One in eleven people in the United States will get kidney stones in their lifetime. In the southern part of the United States stones are even more prevalent. Kidney stones that are not obstructing the urinary tract can produce little to no symptoms but can still damage the kidney and impair its function.
Stones will obstruct the kidney when they try (oftentimes unsuccessfully) to pass down the ureter (the tube that connects the kidney to the bladder). This obstruction can cause significant problems.
Fortunately many stones can pass on their own with or without medications to help. However, many stones do not pass and need to be treated.
The far majority of stones that require treatment are treated with minimally invasive techniques. This includes:
Sometimes medications can be used to aid the passage of certain stones.
This is a technique where the patient is placed under anesthesia and a pillow of water is placed under their back in line with their kidney. The stones is imaged with xrays and/or ultrasound and a shockwave is produced which is focused on the stone and causes the stone to break.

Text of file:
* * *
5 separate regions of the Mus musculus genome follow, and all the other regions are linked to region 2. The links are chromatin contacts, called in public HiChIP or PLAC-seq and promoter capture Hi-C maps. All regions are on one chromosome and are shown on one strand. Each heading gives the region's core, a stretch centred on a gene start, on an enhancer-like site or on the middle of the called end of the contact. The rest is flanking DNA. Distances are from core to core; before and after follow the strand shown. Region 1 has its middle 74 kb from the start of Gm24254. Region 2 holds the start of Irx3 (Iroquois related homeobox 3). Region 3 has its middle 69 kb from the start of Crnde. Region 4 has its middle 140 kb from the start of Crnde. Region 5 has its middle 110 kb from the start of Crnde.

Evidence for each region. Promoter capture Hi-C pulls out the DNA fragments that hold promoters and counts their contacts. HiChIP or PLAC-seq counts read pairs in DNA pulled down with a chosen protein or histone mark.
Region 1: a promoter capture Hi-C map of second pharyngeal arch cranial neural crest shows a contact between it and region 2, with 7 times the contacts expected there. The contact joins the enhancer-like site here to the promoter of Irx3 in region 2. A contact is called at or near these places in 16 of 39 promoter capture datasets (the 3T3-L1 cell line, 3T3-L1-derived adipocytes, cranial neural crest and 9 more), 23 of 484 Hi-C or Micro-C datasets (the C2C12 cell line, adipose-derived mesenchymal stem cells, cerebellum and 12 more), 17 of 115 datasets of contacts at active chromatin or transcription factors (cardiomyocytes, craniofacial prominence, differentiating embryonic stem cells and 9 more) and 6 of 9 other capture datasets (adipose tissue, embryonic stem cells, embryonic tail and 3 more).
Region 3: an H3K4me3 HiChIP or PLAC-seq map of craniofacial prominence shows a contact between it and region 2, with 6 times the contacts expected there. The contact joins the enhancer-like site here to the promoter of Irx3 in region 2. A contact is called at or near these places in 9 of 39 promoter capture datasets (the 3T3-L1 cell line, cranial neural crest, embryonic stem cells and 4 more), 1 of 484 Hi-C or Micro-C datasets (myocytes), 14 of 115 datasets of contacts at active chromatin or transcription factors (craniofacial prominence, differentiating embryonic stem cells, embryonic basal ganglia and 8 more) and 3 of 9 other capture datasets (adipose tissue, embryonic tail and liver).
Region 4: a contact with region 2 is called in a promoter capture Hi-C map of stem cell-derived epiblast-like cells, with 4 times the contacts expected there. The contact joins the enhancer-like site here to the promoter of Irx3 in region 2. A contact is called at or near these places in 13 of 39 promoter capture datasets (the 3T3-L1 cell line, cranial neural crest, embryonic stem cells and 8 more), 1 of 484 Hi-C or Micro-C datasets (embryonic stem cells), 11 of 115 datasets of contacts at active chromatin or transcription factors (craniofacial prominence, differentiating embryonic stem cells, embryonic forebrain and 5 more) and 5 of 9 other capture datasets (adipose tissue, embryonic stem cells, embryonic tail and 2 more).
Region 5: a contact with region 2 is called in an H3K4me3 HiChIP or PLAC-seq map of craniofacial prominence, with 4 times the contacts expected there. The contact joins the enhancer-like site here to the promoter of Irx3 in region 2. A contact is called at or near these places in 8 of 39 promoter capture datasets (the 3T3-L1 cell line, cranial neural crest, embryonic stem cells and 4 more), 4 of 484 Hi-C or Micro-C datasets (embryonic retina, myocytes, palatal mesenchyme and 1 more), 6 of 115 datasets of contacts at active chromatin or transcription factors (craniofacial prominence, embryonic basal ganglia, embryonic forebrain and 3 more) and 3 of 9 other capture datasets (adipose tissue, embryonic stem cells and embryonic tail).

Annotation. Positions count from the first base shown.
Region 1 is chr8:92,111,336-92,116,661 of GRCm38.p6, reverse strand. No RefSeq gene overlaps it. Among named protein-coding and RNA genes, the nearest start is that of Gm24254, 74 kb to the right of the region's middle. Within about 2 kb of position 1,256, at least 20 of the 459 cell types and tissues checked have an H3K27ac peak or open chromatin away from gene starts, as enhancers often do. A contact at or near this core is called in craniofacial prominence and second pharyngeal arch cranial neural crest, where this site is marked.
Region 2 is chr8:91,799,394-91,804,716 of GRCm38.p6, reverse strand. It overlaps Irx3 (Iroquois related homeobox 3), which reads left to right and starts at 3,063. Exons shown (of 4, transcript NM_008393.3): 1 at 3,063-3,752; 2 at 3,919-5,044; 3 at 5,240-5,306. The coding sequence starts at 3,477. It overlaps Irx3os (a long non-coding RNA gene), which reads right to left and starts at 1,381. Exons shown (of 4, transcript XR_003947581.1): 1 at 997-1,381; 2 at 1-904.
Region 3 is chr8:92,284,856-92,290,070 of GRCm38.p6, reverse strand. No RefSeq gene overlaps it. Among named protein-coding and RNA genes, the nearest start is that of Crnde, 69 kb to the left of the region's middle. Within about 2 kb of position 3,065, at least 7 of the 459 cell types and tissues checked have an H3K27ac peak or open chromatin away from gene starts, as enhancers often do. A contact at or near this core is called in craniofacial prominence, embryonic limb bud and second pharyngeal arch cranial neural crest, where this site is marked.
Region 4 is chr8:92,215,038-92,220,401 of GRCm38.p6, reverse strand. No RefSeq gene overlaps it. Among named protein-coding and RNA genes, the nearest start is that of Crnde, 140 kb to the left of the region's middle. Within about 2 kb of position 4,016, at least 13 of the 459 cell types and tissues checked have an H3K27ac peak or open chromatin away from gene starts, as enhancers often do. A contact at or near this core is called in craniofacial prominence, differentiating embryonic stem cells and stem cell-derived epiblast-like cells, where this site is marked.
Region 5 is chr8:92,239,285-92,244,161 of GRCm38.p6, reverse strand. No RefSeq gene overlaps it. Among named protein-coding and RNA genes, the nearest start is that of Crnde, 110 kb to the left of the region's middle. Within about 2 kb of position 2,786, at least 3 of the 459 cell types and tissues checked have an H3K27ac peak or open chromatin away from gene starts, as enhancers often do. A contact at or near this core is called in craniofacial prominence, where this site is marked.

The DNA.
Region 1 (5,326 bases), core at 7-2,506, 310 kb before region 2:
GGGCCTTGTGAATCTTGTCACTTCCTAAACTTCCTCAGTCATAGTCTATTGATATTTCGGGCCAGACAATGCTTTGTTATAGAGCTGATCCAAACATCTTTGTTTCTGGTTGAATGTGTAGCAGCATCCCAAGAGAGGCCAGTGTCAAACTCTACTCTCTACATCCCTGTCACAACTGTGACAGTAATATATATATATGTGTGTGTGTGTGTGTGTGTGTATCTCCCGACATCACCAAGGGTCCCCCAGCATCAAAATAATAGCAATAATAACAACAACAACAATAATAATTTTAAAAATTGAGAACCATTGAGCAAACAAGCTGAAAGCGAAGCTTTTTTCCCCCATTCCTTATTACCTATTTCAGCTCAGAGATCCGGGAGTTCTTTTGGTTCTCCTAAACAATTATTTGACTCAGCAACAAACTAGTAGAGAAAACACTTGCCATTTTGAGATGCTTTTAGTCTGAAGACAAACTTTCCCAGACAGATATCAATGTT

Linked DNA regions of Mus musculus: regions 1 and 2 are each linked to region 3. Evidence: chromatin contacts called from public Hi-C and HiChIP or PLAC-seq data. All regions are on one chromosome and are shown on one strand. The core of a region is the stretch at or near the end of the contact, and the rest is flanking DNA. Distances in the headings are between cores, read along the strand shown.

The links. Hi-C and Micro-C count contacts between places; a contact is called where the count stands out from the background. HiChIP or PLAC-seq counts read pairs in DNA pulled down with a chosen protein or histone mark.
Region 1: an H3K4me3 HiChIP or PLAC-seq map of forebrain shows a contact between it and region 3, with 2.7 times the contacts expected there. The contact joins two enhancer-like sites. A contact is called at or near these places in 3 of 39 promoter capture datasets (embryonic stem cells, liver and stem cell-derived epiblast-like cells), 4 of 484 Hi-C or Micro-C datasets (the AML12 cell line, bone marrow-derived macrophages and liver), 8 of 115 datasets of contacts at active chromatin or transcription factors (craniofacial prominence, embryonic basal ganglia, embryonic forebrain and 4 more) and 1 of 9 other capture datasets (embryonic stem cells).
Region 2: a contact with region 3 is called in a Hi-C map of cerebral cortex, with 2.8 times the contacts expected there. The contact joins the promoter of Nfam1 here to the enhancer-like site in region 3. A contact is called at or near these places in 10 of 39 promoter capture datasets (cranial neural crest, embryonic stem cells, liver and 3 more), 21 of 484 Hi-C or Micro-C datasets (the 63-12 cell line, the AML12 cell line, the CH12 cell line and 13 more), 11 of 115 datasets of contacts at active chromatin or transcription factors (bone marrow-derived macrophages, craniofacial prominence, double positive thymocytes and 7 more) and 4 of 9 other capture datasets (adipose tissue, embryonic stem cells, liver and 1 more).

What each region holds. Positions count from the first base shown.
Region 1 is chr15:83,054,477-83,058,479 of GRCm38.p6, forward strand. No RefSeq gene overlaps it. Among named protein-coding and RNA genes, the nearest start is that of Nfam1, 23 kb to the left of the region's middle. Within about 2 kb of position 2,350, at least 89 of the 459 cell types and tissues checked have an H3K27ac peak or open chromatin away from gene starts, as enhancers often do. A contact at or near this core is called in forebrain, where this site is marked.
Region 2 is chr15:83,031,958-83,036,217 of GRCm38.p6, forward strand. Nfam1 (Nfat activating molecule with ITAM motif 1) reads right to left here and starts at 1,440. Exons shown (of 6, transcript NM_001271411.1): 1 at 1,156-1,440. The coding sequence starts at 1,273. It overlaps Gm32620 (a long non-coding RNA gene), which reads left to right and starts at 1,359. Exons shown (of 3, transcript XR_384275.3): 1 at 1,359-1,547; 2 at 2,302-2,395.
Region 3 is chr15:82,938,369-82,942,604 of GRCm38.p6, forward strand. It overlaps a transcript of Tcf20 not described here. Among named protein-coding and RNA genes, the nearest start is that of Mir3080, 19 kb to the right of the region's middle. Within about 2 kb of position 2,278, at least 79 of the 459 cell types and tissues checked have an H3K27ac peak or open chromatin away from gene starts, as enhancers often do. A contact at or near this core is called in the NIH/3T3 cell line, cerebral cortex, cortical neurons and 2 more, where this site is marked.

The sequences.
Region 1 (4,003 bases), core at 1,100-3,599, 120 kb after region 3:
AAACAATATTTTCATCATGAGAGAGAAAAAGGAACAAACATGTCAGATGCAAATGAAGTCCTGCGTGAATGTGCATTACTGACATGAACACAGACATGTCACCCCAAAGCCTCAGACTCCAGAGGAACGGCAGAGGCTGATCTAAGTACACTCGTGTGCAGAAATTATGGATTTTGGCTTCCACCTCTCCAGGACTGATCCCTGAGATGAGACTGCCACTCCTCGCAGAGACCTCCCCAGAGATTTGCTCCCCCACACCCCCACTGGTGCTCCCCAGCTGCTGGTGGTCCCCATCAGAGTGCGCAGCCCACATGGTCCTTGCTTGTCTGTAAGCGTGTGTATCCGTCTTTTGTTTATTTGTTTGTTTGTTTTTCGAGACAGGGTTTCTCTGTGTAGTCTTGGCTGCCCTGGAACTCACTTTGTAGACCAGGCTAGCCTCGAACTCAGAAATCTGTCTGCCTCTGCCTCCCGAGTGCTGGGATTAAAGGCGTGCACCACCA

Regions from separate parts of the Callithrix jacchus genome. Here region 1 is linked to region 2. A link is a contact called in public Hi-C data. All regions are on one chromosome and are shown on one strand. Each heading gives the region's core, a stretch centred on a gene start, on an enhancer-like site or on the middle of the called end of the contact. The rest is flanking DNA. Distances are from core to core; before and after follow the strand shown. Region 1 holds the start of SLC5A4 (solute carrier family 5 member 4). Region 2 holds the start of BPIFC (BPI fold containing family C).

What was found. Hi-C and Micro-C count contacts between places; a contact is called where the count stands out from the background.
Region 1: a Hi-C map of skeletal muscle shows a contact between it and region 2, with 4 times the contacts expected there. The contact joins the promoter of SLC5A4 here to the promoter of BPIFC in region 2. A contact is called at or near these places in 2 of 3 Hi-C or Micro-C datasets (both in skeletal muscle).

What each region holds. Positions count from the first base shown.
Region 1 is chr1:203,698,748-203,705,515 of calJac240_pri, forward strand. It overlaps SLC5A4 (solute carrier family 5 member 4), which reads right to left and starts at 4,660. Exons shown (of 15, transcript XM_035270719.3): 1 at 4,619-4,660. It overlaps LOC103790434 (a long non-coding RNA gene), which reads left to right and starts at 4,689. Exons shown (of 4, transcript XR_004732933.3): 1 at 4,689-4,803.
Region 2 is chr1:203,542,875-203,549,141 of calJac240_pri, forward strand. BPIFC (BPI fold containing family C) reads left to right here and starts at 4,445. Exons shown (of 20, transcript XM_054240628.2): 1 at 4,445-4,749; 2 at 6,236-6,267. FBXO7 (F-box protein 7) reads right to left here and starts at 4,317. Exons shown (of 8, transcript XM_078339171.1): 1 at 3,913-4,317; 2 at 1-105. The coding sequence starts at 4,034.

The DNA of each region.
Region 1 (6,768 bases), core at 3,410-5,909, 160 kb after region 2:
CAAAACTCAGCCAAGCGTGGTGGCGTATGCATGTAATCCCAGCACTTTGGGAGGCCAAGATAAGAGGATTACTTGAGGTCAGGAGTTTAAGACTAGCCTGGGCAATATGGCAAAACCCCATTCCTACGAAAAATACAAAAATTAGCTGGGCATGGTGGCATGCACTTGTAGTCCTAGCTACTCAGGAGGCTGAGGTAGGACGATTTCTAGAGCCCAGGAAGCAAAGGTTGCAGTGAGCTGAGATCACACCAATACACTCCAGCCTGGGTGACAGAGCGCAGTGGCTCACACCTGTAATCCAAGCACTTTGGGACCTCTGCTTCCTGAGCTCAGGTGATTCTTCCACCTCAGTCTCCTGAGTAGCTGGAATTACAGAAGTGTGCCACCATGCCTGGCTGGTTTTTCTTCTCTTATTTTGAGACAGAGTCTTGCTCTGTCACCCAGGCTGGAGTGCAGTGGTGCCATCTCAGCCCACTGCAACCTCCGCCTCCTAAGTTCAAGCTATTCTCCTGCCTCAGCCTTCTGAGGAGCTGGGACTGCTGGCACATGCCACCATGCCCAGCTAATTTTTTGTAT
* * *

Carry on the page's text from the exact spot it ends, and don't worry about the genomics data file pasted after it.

Many stones that are trapped in the ureter can be treated by ureteroscopy. This is a procedure where the patient undergoes anesthesia and the urologist places a scope into the bladder and into the ureter. The stone can be seen and a laser is used to pulverize the stone.
When stones are in the kidney and are large or in a difficult position to treat with the above techniques, the urologist may employ a percutaneous approach. The radiologist places a tube into the kidney. The urologist then uses this tube and makes the entrance bigger to allow a scope to be placed under anesthesia directly into the kidney. Ultrasonic and laser therapy are then uses to break up and remove the stone particles.
Unfortunately stones can plague many people but fortunately the Suncoast Urology physicians can use state of the art techniques to get you back on your feet quickly.